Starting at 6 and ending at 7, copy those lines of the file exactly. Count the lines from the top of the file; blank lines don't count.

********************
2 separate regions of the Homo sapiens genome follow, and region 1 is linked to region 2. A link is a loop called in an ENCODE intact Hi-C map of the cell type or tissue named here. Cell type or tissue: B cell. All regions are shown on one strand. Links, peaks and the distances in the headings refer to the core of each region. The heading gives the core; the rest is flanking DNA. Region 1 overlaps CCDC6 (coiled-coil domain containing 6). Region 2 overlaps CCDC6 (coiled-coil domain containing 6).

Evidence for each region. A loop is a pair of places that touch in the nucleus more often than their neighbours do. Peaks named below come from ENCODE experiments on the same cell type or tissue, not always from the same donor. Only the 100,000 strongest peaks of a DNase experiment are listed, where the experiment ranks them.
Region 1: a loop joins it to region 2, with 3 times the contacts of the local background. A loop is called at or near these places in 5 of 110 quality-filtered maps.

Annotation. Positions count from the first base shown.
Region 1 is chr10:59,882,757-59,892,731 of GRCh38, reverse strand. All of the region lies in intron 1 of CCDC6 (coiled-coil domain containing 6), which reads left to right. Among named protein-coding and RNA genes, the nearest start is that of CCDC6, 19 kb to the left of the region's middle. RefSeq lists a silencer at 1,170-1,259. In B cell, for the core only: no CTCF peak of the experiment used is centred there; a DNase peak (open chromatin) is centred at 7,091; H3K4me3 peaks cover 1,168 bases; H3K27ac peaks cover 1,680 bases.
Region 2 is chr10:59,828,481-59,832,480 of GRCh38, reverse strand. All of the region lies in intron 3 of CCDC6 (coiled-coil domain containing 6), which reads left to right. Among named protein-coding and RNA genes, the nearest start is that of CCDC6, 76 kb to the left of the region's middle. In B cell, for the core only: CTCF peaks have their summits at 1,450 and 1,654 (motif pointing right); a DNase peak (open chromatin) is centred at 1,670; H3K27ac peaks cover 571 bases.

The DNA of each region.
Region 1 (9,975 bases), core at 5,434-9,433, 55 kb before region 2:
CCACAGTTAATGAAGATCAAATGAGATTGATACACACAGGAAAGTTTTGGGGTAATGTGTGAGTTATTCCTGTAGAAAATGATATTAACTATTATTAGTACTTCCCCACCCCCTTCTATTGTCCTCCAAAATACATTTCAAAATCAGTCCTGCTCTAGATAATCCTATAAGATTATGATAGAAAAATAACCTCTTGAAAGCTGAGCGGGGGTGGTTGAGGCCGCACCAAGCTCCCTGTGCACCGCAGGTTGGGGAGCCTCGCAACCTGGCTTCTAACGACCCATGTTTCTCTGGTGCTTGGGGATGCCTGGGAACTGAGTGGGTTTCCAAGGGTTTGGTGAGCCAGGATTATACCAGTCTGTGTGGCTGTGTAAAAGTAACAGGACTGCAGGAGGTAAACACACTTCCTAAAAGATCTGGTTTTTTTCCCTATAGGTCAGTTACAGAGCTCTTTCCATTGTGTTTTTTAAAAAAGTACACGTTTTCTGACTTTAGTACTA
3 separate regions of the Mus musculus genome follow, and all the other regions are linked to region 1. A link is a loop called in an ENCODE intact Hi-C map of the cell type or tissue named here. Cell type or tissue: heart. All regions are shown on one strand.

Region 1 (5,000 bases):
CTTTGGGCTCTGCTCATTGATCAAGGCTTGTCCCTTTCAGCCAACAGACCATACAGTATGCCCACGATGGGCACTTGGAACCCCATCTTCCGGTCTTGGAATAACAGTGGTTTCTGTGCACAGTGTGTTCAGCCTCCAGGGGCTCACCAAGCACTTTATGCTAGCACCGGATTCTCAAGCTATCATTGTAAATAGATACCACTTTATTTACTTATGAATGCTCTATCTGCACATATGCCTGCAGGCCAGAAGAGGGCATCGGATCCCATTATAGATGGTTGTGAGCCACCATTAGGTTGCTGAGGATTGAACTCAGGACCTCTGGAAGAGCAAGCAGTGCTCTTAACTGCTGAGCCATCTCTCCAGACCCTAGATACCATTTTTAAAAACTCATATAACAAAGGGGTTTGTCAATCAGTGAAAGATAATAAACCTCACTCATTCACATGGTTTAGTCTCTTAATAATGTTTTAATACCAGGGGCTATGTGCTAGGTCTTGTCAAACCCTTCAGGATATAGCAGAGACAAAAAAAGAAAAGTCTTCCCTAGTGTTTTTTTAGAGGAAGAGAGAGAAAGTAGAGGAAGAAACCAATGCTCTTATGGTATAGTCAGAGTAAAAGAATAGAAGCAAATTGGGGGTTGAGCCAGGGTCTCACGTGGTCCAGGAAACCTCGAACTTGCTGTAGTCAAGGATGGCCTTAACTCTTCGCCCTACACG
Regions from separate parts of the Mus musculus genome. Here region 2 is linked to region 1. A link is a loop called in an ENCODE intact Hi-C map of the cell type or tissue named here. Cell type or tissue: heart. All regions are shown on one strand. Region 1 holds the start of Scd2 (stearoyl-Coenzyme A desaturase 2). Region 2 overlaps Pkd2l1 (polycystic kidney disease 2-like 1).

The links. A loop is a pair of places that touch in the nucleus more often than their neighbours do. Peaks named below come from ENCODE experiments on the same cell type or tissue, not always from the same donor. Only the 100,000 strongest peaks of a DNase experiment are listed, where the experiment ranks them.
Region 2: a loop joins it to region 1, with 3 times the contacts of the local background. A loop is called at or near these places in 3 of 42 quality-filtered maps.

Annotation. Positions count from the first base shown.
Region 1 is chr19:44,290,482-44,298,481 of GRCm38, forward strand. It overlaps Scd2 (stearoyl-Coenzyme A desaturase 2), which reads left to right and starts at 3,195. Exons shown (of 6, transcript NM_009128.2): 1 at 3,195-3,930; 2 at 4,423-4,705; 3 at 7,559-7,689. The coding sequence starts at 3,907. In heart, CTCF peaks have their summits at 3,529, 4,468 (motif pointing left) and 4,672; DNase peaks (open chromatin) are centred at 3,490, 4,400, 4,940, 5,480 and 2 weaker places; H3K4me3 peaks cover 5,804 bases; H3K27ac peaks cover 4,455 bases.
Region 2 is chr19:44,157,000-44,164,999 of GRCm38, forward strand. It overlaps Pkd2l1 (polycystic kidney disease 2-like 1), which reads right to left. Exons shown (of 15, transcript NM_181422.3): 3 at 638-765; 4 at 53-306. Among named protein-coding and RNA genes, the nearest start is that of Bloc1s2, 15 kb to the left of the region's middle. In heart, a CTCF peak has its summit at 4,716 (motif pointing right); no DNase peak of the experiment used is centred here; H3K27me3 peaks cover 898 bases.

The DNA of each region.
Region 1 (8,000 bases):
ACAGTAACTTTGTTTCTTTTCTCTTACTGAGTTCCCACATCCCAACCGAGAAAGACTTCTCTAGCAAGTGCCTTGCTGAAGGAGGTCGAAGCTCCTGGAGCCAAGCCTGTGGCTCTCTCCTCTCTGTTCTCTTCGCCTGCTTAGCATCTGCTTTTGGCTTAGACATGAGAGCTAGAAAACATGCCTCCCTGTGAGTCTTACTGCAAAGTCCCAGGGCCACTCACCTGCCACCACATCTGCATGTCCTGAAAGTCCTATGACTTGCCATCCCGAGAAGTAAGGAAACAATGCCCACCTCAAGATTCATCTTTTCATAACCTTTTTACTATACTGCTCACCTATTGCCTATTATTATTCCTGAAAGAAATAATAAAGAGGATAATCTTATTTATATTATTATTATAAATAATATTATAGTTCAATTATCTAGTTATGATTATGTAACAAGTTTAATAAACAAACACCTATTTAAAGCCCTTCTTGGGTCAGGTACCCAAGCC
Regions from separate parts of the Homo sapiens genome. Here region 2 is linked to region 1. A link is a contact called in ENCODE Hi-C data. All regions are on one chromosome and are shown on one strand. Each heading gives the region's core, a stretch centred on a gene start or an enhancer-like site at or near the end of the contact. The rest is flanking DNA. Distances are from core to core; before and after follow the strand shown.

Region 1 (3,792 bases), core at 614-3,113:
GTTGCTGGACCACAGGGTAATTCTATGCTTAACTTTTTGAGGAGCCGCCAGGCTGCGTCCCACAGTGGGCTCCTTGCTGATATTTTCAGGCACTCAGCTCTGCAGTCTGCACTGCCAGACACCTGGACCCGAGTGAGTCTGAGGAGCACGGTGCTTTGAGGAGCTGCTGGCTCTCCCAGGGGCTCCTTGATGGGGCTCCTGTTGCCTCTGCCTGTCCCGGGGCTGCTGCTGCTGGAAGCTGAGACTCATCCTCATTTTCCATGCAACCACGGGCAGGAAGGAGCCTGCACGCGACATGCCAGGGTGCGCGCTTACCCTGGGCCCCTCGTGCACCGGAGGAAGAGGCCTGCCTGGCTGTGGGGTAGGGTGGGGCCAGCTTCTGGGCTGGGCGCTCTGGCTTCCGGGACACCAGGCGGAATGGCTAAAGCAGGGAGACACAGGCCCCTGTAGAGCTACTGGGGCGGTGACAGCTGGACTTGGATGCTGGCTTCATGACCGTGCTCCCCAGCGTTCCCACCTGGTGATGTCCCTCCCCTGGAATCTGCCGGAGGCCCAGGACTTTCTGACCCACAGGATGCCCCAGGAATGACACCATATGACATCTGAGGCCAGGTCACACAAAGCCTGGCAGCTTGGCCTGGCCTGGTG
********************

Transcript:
Region 2 is chr10:59,828,481-59,832,480 of GRCh38, reverse strand. All of the region lies in intron 3 of CCDC6 (coiled-coil domain containing 6), which reads left to right. Among named protein-coding and RNA genes, the nearest start is that of CCDC6, 76 kb to the left of the region's middle. In B cell, for the core only: CTCF peaks have their summits at 1,450 and 1,654 (motif pointing right); a DNase peak (open chromatin) is centred at 1,670; H3K27ac peaks cover 571 bases.

The DNA of each region.